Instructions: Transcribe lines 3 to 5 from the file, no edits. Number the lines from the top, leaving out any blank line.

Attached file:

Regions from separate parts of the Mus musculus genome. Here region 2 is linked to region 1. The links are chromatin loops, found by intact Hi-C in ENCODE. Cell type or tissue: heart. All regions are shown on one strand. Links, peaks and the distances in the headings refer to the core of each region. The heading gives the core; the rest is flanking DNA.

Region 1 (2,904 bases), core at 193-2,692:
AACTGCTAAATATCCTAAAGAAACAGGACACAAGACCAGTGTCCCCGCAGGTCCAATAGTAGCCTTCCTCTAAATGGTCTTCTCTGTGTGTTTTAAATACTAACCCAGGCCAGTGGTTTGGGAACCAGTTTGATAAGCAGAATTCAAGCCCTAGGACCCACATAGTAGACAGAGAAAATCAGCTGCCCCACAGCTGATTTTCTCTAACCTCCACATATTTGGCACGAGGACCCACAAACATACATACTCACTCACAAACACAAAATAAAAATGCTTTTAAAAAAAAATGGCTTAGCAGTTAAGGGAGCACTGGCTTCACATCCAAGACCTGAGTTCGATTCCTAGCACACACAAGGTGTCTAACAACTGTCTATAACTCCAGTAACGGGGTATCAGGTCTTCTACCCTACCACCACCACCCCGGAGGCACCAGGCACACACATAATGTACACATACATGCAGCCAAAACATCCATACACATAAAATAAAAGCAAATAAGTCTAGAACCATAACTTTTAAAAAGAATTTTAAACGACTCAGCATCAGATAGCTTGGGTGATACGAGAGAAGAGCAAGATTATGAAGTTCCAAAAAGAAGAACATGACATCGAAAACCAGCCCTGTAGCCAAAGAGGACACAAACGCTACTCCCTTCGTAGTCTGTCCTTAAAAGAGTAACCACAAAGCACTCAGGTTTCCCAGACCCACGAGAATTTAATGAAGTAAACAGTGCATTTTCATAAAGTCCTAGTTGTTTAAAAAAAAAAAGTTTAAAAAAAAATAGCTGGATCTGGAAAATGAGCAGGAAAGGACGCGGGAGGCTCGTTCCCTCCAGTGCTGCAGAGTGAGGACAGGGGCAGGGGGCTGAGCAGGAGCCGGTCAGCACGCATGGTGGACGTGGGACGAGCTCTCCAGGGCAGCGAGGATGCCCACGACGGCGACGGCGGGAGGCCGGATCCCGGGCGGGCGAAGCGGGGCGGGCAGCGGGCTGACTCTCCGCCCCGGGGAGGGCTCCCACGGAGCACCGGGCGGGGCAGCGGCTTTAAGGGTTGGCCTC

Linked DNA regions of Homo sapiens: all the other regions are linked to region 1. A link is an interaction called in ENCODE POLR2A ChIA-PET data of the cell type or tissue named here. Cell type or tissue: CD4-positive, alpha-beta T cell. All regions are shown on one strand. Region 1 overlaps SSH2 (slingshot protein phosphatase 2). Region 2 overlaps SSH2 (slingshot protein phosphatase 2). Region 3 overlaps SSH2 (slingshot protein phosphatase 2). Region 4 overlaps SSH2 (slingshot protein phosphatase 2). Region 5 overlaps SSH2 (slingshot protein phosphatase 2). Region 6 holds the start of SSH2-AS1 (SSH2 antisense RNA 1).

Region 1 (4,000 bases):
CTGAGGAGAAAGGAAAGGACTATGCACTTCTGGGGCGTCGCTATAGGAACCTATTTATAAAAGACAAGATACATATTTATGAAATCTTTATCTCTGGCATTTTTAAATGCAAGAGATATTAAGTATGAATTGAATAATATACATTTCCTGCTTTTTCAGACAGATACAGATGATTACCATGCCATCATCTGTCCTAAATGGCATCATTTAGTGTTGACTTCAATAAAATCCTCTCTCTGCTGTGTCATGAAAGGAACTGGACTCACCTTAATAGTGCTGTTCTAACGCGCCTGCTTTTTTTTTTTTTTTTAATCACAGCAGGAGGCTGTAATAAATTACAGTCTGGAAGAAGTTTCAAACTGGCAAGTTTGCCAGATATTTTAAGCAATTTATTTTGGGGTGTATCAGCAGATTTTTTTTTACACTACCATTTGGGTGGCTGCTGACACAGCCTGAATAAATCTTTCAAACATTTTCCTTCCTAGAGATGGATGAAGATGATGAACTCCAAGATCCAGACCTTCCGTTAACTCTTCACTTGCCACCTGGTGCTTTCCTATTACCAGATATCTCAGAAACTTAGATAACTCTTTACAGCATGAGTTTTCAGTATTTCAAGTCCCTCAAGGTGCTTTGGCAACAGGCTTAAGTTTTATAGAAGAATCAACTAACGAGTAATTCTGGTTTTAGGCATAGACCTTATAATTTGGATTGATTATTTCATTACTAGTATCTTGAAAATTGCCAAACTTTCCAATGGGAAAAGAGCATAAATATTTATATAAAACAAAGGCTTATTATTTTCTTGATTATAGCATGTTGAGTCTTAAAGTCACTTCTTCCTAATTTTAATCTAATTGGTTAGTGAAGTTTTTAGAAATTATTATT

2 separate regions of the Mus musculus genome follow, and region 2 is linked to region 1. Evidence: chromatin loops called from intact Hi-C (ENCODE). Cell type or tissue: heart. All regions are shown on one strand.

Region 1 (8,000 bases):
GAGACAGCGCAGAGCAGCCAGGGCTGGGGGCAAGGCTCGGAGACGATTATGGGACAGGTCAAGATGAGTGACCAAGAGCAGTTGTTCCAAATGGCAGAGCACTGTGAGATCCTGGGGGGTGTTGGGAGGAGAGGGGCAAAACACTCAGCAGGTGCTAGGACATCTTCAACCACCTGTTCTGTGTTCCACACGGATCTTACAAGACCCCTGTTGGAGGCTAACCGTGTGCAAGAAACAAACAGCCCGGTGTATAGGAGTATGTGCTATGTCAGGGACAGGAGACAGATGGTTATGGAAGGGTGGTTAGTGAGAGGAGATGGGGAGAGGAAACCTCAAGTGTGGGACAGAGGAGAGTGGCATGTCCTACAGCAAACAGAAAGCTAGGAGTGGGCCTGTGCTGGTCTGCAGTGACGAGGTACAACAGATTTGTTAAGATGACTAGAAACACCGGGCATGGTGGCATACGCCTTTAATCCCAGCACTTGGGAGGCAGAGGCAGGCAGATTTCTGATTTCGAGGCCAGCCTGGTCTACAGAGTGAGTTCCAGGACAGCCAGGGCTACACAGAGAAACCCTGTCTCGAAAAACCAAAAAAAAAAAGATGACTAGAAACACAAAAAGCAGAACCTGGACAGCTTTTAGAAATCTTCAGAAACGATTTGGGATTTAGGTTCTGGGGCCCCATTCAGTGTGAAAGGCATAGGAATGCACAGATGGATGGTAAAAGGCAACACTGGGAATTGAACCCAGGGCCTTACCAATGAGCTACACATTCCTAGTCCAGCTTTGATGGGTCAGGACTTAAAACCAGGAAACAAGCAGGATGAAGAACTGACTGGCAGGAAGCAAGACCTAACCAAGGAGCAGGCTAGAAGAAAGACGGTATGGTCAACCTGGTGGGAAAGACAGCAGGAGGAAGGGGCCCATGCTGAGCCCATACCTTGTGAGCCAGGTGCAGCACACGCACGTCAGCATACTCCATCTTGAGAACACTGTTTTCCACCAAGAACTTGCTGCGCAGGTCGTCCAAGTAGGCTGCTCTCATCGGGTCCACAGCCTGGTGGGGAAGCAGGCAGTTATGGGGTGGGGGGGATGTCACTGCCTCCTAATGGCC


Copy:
AACTGCTAAATATCCTAAAGAAACAGGACACAAGACCAGTGTCCCCGCAGGTCCAATAGTAGCCTTCCTCTAAATGGTCTTCTCTGTGTGTTTTAAATACTAACCCAGGCCAGTGGTTTGGGAACCAGTTTGATAAGCAGAATTCAAGCCCTAGGACCCACATAGTAGACAGAGAAAATCAGCTGCCCCACAGCTGATTTTCTCTAACCTCCACATATTTGGCACGAGGACCCACAAACATACATACTCACTCACAAACACAAAATAAAAATGCTTTTAAAAAAAAATGGCTTAGCAGTTAAGGGAGCACTGGCTTCACATCCAAGACCTGAGTTCGATTCCTAGCACACACAAGGTGTCTAACAACTGTCTATAACTCCAGTAACGGGGTATCAGGTCTTCTACCCTACCACCACCACCCCGGAGGCACCAGGCACACACATAATGTACACATACATGCAGCCAAAACATCCATACACATAAAATAAAAGCAAATAAGTCTAGAACCATAACTTTTAAAAAGAATTTTAAACGACTCAGCATCAGATAGCTTGGGTGATACGAGAGAAGAGCAAGATTATGAAGTTCCAAAAAGAAGAACATGACATCGAAAACCAGCCCTGTAGCCAAAGAGGACACAAACGCTACTCCCTTCGTAGTCTGTCCTTAAAAGAGTAACCACAAAGCACTCAGGTTTCCCAGACCCACGAGAATTTAATGAAGTAAACAGTGCATTTTCATAAAGTCCTAGTTGTTTAAAAAAAAAAAGTTTAAAAAAAAATAGCTGGATCTGGAAAATGAGCAGGAAAGGACGCGGGAGGCTCGTTCCCTCCAGTGCTGCAGAGTGAGGACAGGGGCAGGGGGCTGAGCAGGAGCCGGTCAGCACGCATGGTGGACGTGGGACGAGCTCTCCAGGGCAGCGAGGATGCCCACGACGGCGACGGCGGGAGGCCGGATCCCGGGCGGGCGAAGCGGGGCGGGCAGCGGGCTGACTCTCCGCCCCGGGGAGGGCTCCCACGGAGCACCGGGCGGGGCAGCGGCTTTAAGGGTTGGCCTC

Linked DNA regions of Homo sapiens: all the other regions are linked to region 1. A link is an interaction called in ENCODE POLR2A ChIA-PET data of the cell type or tissue named here. Cell type or tissue: CD4-positive, alpha-beta T cell. All regions are shown on one strand. Region 1 overlaps SSH2 (slingshot protein phosphatase 2). Region 2 overlaps SSH2 (slingshot protein phosphatase 2). Region 3 overlaps SSH2 (slingshot protein phosphatase 2). Region 4 overlaps SSH2 (slingshot protein phosphatase 2). Region 5 overlaps SSH2 (slingshot protein phosphatase 2). Region 6 holds the start of SSH2-AS1 (SSH2 antisense RNA 1).

Region 1 (4,000 bases):